Actor/director Tom McCarthy’s follow up to his award-winning debut, The Station Agent, avoids any notion of a sophomore curse by being an even more polished effort than his debut. Film places the director firmly within a particular milieu for which he apparently has a refined sensibility: the poignant, insightful, quirky, character-driven (as opposed to star-driven) drama of note. If critical response to date, including this review, is any measure, Agent -ish numbers may well follow.
For The Visitor, McCarthy engages the talents of veteran stage and film actor Richard Jenkins, whom you’ll certainly remember as the stoically deceased father in the HBO series Six Feet Under. Jenkins is Walter Vale, a self-contained man, noted economics professor and grieving widower. When he returns to his Manhattan apartment for a conference during which he plans to take credit for a paper he didn’t really write, Walter finds his long empty apartment occupied by a young African woman, Zainab (Danai Gurira), and Syrian man, Tarek (Haaz Sleiman), who’ve been offered the apartment under false pretenses.
What happens next is not so outrageous as it might seem: Walter invites them to stay. This glorious notion is the catalyst for a number of events, some infuriating or even tragic, and others so uplifting as to make one glad to be a human (in that Station Agent kind of way). The loveliest of which is this one act of kindness offered by a man (Walter) so utterly disconnected from the world as to be happy for a connection to these total strangers under even the oddest circumstances. This connection is deepened through a sharing of their collective stories over time (as one tends to be able to do with strangers), several of the events alluded to earlier and the drum. Tarek is a drummer and, though he doesn’t know it at the beginning of the film, Walter is, too.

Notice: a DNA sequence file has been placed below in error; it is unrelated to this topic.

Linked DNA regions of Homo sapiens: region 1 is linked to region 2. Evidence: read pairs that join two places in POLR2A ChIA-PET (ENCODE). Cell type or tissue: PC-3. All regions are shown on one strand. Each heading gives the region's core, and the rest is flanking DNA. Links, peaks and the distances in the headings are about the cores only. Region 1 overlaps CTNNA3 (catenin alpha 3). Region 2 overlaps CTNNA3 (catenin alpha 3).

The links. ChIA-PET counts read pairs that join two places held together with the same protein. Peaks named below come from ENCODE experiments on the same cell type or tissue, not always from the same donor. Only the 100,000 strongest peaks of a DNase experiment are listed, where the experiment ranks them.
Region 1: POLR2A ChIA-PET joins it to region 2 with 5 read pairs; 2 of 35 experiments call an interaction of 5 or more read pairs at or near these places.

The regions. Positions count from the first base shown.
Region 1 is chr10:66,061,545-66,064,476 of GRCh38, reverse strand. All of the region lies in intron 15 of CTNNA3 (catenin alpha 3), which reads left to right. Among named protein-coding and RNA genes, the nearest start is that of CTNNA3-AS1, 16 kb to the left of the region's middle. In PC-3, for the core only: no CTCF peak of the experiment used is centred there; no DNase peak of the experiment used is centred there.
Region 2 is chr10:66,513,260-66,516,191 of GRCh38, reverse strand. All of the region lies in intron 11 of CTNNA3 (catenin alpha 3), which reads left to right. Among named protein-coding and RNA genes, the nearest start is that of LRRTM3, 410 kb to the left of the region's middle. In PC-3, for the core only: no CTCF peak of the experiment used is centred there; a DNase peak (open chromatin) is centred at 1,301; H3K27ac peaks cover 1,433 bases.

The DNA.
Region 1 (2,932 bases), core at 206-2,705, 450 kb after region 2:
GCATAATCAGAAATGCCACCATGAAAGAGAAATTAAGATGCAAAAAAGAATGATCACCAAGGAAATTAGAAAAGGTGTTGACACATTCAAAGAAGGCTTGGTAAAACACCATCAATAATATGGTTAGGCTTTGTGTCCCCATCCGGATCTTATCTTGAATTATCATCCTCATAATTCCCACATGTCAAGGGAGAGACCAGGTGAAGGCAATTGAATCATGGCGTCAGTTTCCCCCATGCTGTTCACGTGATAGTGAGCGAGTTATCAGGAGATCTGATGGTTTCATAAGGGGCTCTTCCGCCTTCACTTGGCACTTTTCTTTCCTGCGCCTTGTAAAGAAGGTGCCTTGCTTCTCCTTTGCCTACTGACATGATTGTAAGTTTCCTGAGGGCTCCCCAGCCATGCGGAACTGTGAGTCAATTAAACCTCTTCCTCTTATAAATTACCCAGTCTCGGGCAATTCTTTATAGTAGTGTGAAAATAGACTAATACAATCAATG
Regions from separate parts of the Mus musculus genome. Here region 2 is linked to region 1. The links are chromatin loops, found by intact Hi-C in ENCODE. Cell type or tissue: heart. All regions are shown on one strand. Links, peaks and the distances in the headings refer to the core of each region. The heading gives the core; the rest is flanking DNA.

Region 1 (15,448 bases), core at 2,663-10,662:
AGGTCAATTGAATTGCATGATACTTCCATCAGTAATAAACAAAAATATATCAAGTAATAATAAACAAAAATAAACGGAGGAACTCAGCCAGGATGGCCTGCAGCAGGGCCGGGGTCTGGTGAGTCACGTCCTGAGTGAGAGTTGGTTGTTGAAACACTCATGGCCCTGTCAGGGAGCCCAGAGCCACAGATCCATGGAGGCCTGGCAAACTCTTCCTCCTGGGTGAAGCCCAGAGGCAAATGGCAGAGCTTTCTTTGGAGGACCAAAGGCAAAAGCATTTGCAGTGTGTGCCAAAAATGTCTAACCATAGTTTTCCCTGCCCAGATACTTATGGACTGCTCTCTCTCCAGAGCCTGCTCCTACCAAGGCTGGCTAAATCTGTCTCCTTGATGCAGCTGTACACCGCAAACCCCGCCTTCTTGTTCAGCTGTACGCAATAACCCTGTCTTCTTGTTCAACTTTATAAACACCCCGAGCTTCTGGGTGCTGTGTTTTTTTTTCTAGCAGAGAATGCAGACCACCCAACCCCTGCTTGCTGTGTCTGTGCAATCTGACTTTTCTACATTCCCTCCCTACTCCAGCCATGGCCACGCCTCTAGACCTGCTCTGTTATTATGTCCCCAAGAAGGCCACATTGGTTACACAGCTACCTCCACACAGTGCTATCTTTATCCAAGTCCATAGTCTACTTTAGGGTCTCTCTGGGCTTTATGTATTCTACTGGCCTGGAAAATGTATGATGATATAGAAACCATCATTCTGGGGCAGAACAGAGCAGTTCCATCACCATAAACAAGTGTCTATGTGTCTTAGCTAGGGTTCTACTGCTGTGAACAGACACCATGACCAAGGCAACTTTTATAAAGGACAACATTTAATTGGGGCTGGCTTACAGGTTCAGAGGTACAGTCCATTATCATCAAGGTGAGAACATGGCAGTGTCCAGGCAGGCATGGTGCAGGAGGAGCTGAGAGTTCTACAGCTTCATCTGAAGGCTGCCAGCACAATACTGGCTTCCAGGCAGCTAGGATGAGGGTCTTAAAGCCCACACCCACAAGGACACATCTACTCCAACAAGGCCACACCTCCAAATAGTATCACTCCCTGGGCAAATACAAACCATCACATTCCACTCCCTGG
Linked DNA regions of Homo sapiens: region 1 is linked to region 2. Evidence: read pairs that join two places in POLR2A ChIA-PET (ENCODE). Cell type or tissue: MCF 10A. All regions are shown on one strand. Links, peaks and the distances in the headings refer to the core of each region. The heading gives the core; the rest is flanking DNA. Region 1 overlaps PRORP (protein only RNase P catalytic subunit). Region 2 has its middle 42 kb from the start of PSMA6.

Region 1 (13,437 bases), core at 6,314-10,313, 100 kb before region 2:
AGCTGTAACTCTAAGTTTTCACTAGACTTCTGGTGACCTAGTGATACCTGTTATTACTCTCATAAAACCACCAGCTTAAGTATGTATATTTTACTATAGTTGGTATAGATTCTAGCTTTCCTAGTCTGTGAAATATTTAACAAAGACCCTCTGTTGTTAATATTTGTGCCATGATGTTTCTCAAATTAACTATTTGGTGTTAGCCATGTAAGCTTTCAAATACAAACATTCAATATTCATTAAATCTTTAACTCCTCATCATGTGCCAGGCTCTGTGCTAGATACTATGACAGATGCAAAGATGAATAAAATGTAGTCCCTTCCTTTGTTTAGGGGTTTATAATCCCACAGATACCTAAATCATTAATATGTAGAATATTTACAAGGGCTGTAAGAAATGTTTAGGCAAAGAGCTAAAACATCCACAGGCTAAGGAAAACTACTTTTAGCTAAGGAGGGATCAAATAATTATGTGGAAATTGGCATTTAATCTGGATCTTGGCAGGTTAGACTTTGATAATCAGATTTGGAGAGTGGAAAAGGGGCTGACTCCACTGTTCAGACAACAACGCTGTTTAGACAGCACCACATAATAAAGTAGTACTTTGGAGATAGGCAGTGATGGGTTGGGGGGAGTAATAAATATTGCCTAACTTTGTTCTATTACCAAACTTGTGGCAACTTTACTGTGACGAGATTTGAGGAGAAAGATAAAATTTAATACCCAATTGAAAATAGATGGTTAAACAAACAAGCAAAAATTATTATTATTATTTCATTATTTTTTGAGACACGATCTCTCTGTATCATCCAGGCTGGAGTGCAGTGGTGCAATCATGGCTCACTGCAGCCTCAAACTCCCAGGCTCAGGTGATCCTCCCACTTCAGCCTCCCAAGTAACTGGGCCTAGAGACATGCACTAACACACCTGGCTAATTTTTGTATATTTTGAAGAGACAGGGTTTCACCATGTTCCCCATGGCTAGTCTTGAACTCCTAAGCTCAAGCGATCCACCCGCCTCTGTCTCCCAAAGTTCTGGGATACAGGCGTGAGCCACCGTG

Oddly—or perhaps not—as an actor, McCarthy is known for playing unassuming characters not terribly unlike his protagonists in The Station Agent and The Visitor, inward and thoughtful, belying a certain charm, sense of humor and sense of adventure. As did Peter Dinklage in The Station Agent, Richard Jenkins conveys all the same sensibilities. It’s as if, in a good stiff wind ,Walter might break. Then, slowly, with sureness and motivation, McCarthy massages the character into something pliable again, something alive. What a lovely notion, indeed.
Cast: Richard Jenkins, Hiam Abbass, Haaz Sleiman and Danai Gurira
Director/Screenwriter: Tom McCarthy
Producers: Michael London, Mary Jane Skalski and Jeff Skoll
Rating: Rated PG-13 for brief strong language
Running time: 108 min.
Release date: April 11